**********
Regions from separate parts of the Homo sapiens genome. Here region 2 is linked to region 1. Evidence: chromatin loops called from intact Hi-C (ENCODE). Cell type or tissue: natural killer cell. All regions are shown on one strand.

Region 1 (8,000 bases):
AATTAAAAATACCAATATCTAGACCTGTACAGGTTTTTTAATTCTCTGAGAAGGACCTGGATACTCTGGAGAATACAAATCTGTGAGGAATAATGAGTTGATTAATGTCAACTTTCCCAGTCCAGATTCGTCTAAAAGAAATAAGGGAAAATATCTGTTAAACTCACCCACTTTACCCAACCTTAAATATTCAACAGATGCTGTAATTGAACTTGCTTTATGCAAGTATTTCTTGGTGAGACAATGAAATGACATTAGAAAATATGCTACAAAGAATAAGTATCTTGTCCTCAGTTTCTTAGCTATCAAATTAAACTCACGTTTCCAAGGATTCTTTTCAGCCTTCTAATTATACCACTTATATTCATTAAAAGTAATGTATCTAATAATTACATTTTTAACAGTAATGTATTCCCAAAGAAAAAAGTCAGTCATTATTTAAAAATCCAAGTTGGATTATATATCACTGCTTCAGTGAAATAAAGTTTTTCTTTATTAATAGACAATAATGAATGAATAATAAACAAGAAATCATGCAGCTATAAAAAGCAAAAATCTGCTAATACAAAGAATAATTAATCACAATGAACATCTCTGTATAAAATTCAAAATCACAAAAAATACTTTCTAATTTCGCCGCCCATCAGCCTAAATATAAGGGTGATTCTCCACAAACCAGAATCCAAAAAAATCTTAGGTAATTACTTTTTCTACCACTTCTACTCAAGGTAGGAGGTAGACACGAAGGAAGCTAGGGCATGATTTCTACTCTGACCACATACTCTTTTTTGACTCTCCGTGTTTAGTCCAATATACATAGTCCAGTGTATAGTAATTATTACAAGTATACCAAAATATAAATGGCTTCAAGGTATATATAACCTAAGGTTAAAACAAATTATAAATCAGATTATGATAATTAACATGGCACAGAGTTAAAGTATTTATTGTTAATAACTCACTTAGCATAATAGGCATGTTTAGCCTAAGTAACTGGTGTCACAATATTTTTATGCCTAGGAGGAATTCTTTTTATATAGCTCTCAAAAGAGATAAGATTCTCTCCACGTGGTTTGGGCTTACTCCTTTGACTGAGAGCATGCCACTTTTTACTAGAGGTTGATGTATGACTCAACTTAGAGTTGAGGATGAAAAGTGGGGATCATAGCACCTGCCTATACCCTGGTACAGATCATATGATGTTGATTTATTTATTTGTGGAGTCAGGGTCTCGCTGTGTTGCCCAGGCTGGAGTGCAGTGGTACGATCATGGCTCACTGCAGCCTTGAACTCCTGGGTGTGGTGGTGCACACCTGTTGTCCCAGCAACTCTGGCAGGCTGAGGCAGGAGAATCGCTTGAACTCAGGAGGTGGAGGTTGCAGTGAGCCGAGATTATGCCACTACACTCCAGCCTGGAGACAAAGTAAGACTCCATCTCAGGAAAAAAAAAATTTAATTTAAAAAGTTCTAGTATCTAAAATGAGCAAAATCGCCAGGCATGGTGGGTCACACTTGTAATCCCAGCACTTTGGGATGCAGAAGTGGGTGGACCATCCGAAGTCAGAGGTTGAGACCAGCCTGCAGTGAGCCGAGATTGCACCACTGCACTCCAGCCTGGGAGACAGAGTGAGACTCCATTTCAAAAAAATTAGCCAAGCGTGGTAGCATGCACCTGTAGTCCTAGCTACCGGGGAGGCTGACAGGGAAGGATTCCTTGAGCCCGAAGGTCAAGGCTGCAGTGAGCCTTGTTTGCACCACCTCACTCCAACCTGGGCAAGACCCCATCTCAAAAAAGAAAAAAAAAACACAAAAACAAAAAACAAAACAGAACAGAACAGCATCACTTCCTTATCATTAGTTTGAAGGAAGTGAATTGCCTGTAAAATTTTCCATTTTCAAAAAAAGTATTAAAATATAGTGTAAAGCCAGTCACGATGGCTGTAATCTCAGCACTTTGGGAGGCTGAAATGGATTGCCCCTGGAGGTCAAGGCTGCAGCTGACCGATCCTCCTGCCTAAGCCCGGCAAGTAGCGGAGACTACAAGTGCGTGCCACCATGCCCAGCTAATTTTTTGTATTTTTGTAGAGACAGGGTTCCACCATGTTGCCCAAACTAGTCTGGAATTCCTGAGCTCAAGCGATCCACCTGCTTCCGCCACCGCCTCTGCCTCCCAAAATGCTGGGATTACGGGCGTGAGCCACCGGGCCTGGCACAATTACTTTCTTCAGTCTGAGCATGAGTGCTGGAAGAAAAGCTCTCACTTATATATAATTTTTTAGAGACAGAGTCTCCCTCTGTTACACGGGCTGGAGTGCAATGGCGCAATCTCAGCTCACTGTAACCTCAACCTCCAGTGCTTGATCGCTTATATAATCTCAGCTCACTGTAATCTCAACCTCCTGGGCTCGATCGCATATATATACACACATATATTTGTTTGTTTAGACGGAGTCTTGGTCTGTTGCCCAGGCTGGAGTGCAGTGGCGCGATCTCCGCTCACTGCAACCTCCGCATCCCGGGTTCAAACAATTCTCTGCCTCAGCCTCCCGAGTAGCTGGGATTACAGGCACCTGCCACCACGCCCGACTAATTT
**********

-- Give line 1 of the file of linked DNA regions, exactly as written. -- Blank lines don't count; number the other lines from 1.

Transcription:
Regions from separate parts of the Homo sapiens genome. Here region 2 is linked to region 1. Evidence: chromatin loops called from intact Hi-C (ENCODE). Cell type or tissue: natural killer cell. All regions are shown on one strand.